Oil and gas are inelastic commodities, meaning that supply does not change much when prices increase. The major cure for high prices is... high prices. In other words, when the price gets so high, demand is reduced.
Demand reduction will likely only take place at much higher prices. Some estimate that significant demand destruction will not occur until oil reaches $200 per barrel. Should the war continue and the world embargo Russian oil and gas, we will have a meaningful shortfall in global supply.
Having worked with a top energy long/short hedge fund, I learned a lot about how the energy industry works. Needless to say, there is little that we can do to increase supply in the short term, therefore we will just have to stomach higher prices for some time. While the forward Brent curve does imply a reduction in price in the future months, this price is highly dependent on the course of the war.
While the US economy is much less energy intensive than it was in the 1970s (it’s estimated at being roughly 50% more efficient), energy prices do nonetheless have an impact on the spending power of consumers in both real and psychological terms.
Commodities and War
The other effect of the war is on the broader commodities complex. Russia is currently the 11th largest economy in the world with a $1.6trn GDP, just behind that of Canada, and 20% less than Italy’s economy. Despite Russia’s smaller economy, it accounts for a large percentage of the worlds’ commodity exports outside of energy. Commodities such as palladium, diamonds, platinum, iron ore, aluminum, nickel, copper, wheat, and corn coming from Russia and Ukraine account for a high percentage of global supply (over 40% in the case of Palladium). A reduction in the supply of these commodities has the biggest effect on Europe but also has global repercussions for many industries.
In general, commodities and commodity-producing countries are under-owned as investments. This represents an opportunity for smart investors. The countries that have large resource exporting businesses are Brazil, Australia, Canada, South Africa; we have already seen this play out with the Brazilian markets up over 18% YTD.
Trade-Off: Inflation vs. War
In the absence of the geopolitical situation in Ukraine, we would expect the Fed to increase rates fairly aggressively to cool inflation. However, given the Russia / Ukraine conflict, that forecast is up for debate.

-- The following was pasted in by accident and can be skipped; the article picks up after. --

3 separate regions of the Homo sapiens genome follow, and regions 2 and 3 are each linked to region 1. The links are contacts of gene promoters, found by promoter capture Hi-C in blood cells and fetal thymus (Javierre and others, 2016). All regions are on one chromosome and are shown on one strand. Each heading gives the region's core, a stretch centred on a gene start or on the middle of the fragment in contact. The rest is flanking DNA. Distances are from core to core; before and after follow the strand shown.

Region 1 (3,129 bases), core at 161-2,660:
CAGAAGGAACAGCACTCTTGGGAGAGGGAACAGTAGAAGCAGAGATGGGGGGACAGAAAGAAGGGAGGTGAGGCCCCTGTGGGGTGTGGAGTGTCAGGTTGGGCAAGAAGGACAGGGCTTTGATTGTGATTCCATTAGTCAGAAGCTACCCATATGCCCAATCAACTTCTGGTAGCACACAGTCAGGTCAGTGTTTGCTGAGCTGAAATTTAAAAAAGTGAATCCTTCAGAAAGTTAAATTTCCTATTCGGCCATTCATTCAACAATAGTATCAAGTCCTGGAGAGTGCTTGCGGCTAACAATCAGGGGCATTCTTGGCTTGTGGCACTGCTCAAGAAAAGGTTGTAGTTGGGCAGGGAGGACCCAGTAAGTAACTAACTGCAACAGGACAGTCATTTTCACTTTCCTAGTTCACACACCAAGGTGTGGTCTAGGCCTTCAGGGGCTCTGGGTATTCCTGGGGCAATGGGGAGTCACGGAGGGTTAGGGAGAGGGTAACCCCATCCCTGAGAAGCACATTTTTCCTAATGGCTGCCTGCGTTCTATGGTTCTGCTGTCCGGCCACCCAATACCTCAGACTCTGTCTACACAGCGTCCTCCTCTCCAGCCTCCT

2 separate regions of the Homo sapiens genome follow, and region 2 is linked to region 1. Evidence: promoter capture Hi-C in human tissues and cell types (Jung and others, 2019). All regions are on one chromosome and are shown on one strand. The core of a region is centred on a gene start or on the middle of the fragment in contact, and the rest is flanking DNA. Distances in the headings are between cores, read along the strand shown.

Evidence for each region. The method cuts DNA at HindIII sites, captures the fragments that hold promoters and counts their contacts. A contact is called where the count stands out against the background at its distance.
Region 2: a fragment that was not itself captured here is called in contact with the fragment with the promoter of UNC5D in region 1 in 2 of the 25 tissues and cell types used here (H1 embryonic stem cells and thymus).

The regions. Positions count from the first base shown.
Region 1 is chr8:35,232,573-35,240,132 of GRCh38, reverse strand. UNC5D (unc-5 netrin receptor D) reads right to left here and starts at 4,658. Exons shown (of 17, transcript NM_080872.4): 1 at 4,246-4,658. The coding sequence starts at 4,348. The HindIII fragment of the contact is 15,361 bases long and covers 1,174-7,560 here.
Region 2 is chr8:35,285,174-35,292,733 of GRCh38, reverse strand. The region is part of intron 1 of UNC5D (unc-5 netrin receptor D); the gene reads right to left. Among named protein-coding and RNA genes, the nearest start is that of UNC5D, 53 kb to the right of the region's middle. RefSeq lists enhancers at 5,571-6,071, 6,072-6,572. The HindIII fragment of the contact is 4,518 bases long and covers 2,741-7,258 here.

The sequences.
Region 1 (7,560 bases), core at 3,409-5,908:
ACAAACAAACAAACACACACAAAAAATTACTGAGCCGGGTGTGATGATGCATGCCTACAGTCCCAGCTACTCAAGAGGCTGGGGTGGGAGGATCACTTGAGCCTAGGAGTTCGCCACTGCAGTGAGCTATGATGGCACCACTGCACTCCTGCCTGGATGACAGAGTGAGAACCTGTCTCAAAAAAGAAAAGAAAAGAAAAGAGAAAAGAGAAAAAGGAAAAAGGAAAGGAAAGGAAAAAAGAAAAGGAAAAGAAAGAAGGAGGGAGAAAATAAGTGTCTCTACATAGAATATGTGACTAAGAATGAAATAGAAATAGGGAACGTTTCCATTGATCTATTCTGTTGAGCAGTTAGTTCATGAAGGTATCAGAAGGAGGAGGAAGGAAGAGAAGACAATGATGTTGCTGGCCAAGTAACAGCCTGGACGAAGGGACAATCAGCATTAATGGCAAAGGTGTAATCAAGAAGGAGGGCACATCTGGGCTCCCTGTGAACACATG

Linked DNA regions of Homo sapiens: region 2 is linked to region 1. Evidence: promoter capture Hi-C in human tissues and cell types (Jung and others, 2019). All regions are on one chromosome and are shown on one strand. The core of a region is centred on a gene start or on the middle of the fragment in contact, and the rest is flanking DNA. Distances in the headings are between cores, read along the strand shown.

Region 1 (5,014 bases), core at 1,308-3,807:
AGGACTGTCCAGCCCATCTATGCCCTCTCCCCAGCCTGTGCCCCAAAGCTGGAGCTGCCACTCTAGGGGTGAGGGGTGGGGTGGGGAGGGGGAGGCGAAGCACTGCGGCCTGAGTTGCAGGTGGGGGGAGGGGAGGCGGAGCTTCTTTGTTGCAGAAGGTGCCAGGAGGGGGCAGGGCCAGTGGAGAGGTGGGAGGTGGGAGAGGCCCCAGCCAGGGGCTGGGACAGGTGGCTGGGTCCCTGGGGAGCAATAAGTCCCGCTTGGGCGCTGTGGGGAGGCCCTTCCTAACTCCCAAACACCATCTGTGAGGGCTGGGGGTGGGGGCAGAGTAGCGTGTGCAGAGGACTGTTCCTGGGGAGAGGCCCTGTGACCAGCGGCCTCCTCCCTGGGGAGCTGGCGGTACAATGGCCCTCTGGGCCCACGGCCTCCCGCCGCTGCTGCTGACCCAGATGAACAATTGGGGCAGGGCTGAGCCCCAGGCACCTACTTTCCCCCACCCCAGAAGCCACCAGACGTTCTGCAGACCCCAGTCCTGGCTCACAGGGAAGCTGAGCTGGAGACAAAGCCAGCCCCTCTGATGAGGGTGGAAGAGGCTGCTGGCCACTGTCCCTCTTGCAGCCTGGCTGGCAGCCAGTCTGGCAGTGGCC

The Fed increased rates by 25 bps on March 16th and Jerome Powell is guiding markets to expect 6 more increases this year. This still leaves real rates in negative territory but will have the effect of helping cool the economy and therefore manage inflation. I believe that they will be cautious and will adjust their policy so as not to tip the economy into a recession. While the probability of a recession has increased, we are not modeling one; my sense is that the Fed will tolerate more inflation to allow the economy to keep expanding.
Figure 4 below shows that historical data indicates that after rate hikes, equities are well supported, after an initial drop.
Figure 4: What Happens to Stocks when the Fed Raises Rates
Risk and Uncertainty
To be stressed with what is happening in Ukraine is to be human. This emotional response is natural and can affect how we think and invest. The war has created significant risks and uncertainties for investors. There are key differences, however, between risk and uncertainty. We can manage risk with hedging, insurance and other strategies, but uncertainty is not manageable and demands flexibility.
One doesn’t know how the war in Ukraine will unfold. When will it end? Will Russia stop at Ukraine or be aggressive towards other countries? What will the effect be on the US Dollar? Will the dollar lose influence as Russia trades more in Yuan, or crypto? What can be said for certain is that there are many unknowns and uncertainties which will result in market volatility; we are likely to see increases in equity, rates, FX and commodity volatility as a result of the current geopolitical situation.